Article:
US Coins

1878-S Morgan dollar may be presentation piece

What is being identified as one of a handful of 1878-S Morgan dollar presentation strikes specially struck at the San Francisco Mint for dignitaries has been authenticated and graded Specimen 65 by Professional Coin Grading Service.

A PCGS press release said the coin has been identified as one of a handful of specially made pieces presented to dignitaries at a long-forgotten ceremony on April 17, 1878, the day the San Francisco Mint began production of the silver dollars bearing new designs rendered by Assistant U.S. Mint Engraver George T. Morgan.

The collector purchased the coin at Doyle New York’s March 23, 2006, public sale of coins, medals and bank notes from the estate of banker Samuel Mills Damon of Honolulu, Hawaii. Damon was sole owner of the Bank of Bishop & Co. He served as minister of finance for three years for the Kingdom of Hawaii during the reign of King Kalakaua.

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The coin, offered as Choice Uncirculated, realized $2,280 in the 2006 sale.

Forensic evidence

PCGS President Don Willis stated, “The forensics for this coin are overwhelming. It has a medallic strike from fresh, new dies of the correct variety, it’s fully struck with square rims and with prooflike surfaces, there are no reeding marks, and no clash marks as found on other coins of this variety struck later.”

The unbroken pedigree of this coin dates back to the 1880s when it was the property of Bishop & Co. Bank and then acquired by Damon, who was a partner in Bishop’s Bank before becoming sole owner.

Damon died in 1924 at his Moanalua estate. The 1878-S dollar remained in the Damon estate holdings for more than 120 years until it was offered at auction by Doyle New York in 2006. The auction house described the coin as “possibly a presentation piece.”

PCGS officials suggest there are clues about how the coin got to Hawaii in the 1880s. One of the dignitaries attending the April 17, 1878, first striking ceremony for Morgan dollars at the San Francisco Mint was a former California governor, Frederick Low, who was given the second coin struck. Low served as the ninth governor of California from Dec. 10, 1863, to Dec. 5, 1867. Low moved to Hawaii in 1882 and became a banker there.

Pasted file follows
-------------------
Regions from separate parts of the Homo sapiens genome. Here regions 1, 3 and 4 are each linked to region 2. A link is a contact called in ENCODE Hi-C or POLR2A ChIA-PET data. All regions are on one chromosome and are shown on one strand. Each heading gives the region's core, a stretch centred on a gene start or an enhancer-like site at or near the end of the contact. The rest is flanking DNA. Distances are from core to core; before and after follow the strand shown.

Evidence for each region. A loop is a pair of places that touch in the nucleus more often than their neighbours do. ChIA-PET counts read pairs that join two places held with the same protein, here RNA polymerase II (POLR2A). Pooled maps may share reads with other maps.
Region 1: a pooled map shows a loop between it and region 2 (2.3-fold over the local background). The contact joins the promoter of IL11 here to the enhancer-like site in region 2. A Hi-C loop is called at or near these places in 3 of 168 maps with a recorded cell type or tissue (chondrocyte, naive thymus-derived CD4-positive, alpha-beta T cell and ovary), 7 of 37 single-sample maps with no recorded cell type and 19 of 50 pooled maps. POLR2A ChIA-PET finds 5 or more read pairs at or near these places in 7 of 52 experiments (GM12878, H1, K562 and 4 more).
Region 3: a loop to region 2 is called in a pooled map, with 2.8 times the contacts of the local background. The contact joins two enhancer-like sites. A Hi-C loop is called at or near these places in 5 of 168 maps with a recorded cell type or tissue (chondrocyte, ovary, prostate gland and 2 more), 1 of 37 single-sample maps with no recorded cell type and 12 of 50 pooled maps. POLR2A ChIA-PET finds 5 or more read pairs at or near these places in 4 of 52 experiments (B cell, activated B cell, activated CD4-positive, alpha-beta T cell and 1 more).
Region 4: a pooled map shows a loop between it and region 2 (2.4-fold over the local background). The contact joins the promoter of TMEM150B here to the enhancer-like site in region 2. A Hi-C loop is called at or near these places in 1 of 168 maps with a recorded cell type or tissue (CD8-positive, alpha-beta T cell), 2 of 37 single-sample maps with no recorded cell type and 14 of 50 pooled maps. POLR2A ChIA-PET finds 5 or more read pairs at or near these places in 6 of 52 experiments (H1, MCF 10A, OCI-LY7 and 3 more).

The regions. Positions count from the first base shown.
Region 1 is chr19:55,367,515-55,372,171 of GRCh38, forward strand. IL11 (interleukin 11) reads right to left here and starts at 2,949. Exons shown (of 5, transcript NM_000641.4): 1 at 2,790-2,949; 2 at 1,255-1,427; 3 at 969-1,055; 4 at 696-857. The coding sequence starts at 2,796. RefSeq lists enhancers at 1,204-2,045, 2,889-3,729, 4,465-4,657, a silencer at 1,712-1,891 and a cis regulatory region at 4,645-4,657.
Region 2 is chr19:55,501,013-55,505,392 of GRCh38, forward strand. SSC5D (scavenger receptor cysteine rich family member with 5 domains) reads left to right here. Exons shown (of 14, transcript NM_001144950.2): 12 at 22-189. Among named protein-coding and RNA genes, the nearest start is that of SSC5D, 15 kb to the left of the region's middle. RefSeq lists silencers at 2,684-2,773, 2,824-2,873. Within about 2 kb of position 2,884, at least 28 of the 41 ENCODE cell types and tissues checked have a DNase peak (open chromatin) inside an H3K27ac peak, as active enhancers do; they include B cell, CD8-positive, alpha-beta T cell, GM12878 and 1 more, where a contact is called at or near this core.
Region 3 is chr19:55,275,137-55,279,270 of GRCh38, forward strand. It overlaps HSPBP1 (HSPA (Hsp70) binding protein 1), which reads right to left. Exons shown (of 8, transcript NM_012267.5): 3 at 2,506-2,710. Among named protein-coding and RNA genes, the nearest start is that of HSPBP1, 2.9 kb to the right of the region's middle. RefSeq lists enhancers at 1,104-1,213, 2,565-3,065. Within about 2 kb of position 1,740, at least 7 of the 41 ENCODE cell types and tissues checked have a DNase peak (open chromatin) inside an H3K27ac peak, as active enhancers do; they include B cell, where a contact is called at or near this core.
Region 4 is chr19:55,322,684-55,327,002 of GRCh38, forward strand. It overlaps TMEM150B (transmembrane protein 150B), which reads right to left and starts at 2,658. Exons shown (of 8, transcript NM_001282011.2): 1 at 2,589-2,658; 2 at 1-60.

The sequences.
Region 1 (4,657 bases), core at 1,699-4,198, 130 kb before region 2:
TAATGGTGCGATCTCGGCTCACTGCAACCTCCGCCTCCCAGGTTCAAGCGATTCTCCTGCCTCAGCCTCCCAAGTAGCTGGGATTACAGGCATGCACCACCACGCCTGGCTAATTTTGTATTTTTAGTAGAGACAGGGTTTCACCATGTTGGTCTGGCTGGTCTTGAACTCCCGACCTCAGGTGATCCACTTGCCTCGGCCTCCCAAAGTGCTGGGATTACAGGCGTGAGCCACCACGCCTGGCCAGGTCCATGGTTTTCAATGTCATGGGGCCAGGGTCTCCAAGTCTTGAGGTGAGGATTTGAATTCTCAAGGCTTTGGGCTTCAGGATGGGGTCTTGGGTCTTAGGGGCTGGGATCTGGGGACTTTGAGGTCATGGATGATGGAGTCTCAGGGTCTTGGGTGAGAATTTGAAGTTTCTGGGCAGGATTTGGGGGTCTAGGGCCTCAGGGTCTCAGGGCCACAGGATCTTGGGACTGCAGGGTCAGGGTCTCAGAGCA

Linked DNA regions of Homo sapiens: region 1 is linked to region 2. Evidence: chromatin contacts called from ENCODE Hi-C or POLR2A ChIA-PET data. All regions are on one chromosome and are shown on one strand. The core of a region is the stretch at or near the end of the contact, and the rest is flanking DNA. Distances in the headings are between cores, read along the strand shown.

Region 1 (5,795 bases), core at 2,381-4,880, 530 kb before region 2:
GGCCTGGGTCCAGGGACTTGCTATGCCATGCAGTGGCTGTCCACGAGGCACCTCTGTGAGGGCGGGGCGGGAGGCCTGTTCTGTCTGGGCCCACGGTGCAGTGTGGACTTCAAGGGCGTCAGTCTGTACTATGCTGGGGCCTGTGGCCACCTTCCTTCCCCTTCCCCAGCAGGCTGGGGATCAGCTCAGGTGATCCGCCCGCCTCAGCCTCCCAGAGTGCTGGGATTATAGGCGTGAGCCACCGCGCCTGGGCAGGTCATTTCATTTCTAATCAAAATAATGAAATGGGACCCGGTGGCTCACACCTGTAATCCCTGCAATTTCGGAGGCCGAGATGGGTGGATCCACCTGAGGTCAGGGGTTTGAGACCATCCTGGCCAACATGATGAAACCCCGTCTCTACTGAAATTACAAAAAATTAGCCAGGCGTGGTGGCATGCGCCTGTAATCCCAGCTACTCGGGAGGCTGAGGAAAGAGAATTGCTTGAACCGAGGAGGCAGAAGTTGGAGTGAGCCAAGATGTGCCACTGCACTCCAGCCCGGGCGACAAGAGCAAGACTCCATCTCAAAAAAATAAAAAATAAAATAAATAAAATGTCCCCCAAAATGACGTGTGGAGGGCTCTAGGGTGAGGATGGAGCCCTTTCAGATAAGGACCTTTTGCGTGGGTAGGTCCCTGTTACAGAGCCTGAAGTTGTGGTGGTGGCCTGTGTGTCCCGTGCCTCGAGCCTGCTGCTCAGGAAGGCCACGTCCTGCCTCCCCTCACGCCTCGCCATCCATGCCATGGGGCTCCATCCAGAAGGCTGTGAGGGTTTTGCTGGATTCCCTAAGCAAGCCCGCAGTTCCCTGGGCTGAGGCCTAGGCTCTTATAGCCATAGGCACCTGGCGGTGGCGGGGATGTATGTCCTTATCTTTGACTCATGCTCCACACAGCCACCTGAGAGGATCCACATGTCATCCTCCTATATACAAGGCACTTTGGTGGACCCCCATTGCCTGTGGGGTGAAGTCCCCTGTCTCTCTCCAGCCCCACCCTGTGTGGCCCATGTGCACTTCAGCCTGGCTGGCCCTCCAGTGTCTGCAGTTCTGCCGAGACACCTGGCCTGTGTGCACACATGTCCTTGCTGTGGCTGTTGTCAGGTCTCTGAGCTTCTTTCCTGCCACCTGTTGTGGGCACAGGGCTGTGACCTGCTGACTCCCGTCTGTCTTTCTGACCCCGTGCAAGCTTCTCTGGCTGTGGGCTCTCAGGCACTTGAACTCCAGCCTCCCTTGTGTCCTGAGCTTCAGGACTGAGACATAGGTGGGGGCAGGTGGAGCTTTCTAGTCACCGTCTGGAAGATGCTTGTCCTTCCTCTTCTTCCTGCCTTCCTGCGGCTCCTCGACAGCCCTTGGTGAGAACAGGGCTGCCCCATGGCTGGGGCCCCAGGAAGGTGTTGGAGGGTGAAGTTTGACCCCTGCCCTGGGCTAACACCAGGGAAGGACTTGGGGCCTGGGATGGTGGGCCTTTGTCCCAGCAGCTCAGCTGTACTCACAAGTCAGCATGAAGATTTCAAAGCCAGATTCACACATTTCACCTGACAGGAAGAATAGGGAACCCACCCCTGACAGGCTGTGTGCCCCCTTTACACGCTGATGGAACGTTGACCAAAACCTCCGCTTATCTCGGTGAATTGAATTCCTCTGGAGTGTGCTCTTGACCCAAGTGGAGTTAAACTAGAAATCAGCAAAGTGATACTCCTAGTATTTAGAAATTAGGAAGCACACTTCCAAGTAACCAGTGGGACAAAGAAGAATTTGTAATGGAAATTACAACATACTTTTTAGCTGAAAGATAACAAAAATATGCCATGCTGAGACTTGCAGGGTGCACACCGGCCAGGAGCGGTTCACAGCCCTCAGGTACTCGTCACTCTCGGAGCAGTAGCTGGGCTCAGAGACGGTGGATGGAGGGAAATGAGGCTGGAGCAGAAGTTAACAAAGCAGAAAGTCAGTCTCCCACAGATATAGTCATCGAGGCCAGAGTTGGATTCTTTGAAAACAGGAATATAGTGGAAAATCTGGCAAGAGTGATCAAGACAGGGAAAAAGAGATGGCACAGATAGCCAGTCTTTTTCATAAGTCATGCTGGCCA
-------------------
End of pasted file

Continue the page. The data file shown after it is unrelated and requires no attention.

VAM-58 die marriage

The coin is a VAM-58 die marriage, which John Roberts, a specialist in Morgan dollars with particular knowledge in the coins of 1878, confirmed. 

The coin just certified by PCGS “is also the earliest die stage of this particular marriage,” Roberts said. “The present example is clearly a phenomenal coin that is remarkably well preserved and appears to have been handled with care at the time it was struck. It also appears to be very sharply defined strongly suggesting higher that normal striking pressure. Seeing images of the piece, I understand the Specimen designation.”

First day or struck later?

Roberts says the piece does raise some questions, however. “An engraved presentation piece stating it was from the first 10 struck was in the Eliasberg collection and was cataloged as Lot 2254 by Bowers & Merena as a Branch Mint Proof. It is from the VAM 60 marriage. This piece is well known to specialists. ... I’m hard pressed to believe the San Francisco Mint needed more than [one] die pair to strike 10 or 12 pieces, depending on account, for their first-strike ceremony. Both marriages would have been in the initial delivery of dies to the Mint, so it’s possible either was used for the actual ceremony described in contemporary newspaper accounts. If I was to guess, I’d say the VAM 60 piece with the [engraved] inscription ‘ONE OF THE FIRST TEN COINED APRIL 17TH, 1878 FROM J. GUS. BURT.’ was from the actual event. Mr. Burt was a local businessman and former official of the Bank of California. He lived and worked a few blocks from the Mint. It’s purely speculation on my part, but I can imagine there were inquiries about some of these ‘first strike’ dollars after word of them was published. VAM 60 is an extremely rare variety and it is unlikely the obverse die survived for more than a day or two of normal coining. Perhaps the present example of the VAM 58 specimen strike was made for a person who was literally a day late and a dollar short.”

The engraved presentation piece to Burt was listed as Proof 63 in Lot 2254 in the April 6 to 8, 1997, sale of the Louis E. Eliasberg Sr. Collection. The first 1878-S Morgan dollar struck was presented to Coiner Frank X. Cicott, who acted as master of ceremonies for the April 17 event.

“After nearly 1,000 coins were struck, one of the dies broke, the press was stopped, and further coinage was suspended until the following day,” according to the Eliasberg catalog. 

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